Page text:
March 13, 2017

Hoshinoya Tokyo Spa Hotel by Rie Azuma Reinvents The Traditional Japanese Ryokan

Even travelers who love Tokyo’s high-octane pace occasionally crave a serene retreat. Somewhere to kick off their shoes, relax in a cotton kimono, and take a dip in mineral-rich hot-spring waters. However, that traditional hotel experience used to be available only elsewhere—around Kyoto or deep in the countryside. Now, at last, there is a typically Japanese inn or ryokan, complete with a proper hot-spring spa, right in the middle of Tokyo. That’s thanks to Hoshino Resorts, a company with roots stretching back to 1914, and Azuma Architect & Associates, which has designed four Hoshino properties.

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Hoshinoya Tokyo is in the Otemachi district, the city’s answer to Wall Street—wedged between the Imperial Palace and a forest of skyscrapers. The hotel occupies a tower, too, but one that is distinctly different from neighbors. It’s smaller, just 18 stories high, and set back from the street, beyond a courtyard with an artful cluster of trees. The facade is furthermore wrapped in aluminum latticework baked in jet-black resin, and soft lighting from spotlights makes horizontal bands of the exterior glow. At one corner of the ground level is a soba noodle shop demarcated by the subtlest of signs. There’s little to reveal the delights that lie within.

The entrance’s tatami matting was woven from rushes. Photography by Jimmy Cohrssen.

As soon as the hotel’s tall door opens, however, and a doorman in traditional garb appears, guests know they are in for something special. Shoes are swiftly removed, just as they would be in a traditional ryokan, and placed in one of dozens of cubbies crafted from chestnut with doors of woven bamboo. Instead of carpet, there is tatami matting, distinctively fragrant and used in Japan for centuries. As guests are whisked upstairs, they are transported into a hushed world of hand-plastered walls and sliding shoji screens.

“We knew from the outset that we were going to design a traditional ryokan,” Rie Azuma says. “We wondered why Tokyo didn’t have a top one when Kyoto has several.” Adapting an ancient format to the needs of the contemporary traveler presented its challenges, but Azuma succeeded by never straying too far from tradition, using the best indigenous materials. References to old Japan are integral to the design. The facade’s latticework is shaped in a pattern popular on Edo-era kimonos. Guests arriving by taxi pull up to a subterranean entrance concealed behind a black hemp curtain, the kind typically used as a divider in Japanese shops. And the discreet hotel logo is modeled on noble family crests.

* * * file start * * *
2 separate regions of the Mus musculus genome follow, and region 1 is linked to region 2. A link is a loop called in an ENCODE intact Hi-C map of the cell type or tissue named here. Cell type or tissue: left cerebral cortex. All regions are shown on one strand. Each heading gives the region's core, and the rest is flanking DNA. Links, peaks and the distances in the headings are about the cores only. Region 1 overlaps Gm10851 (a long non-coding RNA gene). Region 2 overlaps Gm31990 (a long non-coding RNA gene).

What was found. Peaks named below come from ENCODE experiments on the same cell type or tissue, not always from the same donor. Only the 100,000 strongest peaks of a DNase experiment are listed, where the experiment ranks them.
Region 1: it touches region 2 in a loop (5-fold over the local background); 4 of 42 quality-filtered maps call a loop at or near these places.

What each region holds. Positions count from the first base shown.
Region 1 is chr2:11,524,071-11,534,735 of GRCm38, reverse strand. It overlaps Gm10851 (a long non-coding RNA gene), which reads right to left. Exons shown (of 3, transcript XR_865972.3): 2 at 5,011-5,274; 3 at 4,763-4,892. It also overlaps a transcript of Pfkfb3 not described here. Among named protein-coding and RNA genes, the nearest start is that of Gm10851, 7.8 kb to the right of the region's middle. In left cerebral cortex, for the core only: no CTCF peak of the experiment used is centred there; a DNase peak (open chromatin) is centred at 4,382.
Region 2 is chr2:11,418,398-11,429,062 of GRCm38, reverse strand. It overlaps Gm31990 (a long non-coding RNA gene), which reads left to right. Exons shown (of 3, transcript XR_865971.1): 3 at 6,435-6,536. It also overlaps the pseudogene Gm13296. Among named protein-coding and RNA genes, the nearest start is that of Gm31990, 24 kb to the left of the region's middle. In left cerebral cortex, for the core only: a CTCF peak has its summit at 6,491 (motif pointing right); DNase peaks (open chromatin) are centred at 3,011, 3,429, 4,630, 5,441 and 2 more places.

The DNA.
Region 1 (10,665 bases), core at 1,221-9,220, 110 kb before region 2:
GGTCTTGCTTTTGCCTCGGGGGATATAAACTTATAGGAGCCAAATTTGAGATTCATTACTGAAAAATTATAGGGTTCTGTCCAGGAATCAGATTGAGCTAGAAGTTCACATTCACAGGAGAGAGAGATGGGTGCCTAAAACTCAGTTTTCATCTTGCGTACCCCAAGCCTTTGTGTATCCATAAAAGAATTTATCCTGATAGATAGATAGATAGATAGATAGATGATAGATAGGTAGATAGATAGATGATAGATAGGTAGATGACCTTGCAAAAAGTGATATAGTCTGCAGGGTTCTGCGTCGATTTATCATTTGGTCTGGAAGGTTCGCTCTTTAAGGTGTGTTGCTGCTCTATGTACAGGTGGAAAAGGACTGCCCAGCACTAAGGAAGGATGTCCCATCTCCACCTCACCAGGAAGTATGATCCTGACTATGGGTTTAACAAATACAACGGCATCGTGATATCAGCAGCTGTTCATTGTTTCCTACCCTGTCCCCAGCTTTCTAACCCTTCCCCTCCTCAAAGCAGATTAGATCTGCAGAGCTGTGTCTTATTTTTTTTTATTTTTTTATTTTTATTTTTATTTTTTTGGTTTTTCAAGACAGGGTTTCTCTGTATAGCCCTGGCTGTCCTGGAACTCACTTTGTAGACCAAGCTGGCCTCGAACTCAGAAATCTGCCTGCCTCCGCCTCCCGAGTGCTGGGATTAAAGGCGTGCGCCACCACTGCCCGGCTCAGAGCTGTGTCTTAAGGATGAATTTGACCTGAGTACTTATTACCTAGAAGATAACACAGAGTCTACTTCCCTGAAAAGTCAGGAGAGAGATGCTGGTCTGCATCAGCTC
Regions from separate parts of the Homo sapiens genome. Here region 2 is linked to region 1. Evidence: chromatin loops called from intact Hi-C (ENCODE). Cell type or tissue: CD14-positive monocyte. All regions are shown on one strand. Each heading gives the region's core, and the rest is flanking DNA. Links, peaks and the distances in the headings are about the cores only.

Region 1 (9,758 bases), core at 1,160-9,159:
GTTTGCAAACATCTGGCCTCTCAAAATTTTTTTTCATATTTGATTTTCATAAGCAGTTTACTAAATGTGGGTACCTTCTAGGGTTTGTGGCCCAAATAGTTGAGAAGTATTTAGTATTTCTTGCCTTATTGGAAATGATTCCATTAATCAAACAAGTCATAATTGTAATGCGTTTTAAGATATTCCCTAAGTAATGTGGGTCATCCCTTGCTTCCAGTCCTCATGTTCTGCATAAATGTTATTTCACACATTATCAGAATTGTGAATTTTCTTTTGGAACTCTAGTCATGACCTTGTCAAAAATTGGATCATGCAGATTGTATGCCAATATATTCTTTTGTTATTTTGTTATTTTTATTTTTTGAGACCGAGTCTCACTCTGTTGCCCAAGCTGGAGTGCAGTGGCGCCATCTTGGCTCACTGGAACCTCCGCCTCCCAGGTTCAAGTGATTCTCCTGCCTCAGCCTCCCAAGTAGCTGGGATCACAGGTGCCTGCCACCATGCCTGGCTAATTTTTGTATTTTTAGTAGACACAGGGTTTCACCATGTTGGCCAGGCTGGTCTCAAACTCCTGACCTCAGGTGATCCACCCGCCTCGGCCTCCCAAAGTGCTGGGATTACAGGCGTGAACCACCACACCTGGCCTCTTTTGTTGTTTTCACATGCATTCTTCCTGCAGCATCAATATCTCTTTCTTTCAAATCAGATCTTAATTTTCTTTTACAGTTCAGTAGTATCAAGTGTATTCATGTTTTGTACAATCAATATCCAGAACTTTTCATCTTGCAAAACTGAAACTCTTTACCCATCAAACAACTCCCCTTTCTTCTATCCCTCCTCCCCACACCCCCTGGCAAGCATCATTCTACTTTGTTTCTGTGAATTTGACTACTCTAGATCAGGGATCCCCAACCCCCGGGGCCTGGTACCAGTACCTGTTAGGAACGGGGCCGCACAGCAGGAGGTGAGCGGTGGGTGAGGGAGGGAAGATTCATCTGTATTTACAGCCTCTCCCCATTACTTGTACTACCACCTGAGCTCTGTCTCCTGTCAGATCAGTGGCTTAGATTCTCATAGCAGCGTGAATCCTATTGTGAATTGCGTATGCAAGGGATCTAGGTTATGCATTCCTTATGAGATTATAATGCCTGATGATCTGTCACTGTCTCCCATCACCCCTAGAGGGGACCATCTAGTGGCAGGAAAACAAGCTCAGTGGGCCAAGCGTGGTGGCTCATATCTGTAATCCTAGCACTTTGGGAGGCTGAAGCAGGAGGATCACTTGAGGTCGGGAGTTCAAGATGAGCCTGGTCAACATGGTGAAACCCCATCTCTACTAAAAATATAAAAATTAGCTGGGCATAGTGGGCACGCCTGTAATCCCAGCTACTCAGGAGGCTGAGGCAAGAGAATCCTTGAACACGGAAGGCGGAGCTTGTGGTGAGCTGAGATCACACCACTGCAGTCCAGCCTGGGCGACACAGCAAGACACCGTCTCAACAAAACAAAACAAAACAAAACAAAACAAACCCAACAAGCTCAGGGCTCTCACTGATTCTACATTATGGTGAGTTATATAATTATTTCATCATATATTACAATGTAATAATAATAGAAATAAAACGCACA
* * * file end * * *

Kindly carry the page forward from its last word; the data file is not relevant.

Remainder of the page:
In lieu of curtains, guest rooms have shoji sliding screens in chestnut and paper. Photography by Jimmy Cohrssen.

There are 84 guest rooms in total, six per level. Room furnishings are a clever hybrid of old and new, with shoji screens rather than curtains and bathrooms enclosed by clear glass that becomes opaque with the flip of a switch. Instead of the usual futon mattresses rolled on the floor, low beds look the part but have been built with Western standards of comfort in mind. Seating and tables were custom-designed with weight-distribution elements to avoid damaging the tatami matting.

Every level also features a lounge where Japanese sweets, freshly brewed green tea, sake, and plum wine are served. And the pièce de résistance is the penthouse spa, for which water is pumped up from the hot spring discovered beneath this site. Local granite lines the pool for bathing, and cypress panels the walls. To give a hint of the classic Japanese outdoor bath—the combination of hot water and fresh air that Japanese bathers love—a light well angles toward the sky.

Traditional plaster, mixed with compressed earth, covers sidewalls in the restaurant’s vestibule. Photography by Jimmy Cohrssen.

Naturally, a hotel of this kind is a collaborative affair, with many specialists called in. An award-winning lighting consultant re-created the warmth of an old ryokan. A leading woodworking studio took charge of laying the extra-wide chestnut floorboards throughout, including in the restaurant—where the chef produces the lightest of French cooking with a Japanese twist. For sidewalls in the restaurant’s vestibule, a master of plasterwork mixed plaster with compressed earth. The vestibule’s Japanese granite feature wall was installed by the same company that used to supply Isamu Noguchi. Using natural materials was important to Azuma. “I like the randomness of nature, the different sizes and surfaces,” she says. “If properly looked after, natural materials only get more beautiful with age.”

In her 30-year career, Azuma has worked on a number of ryokans but none like this one. “I really hope people will be able to relax in the Japanese way. We’d love to show even Japanese people that tradition can work in contemporary life,” she says. Consider the library, where tea ceremonies are held daily and musicians perform ancient court music on lutes and harps. Spotify playlists seem a universe away.

Project Team: Mitsubishi Jisho Sekkei; NTT Facilities: Architects of Record. Illumination of City Environment: Lighting Consultant. Takasago Thermal Engineering Co.: Mechanical Engineer. Yurtec Co.: Electrical Engineer. Saikyu Kogyo Co.: Plumbing Engineer. Toda Corporation: Structural Engineer, General Contractor. Hinoki Kogei: Woodwork. Izumiya Sekizai: Stonework.

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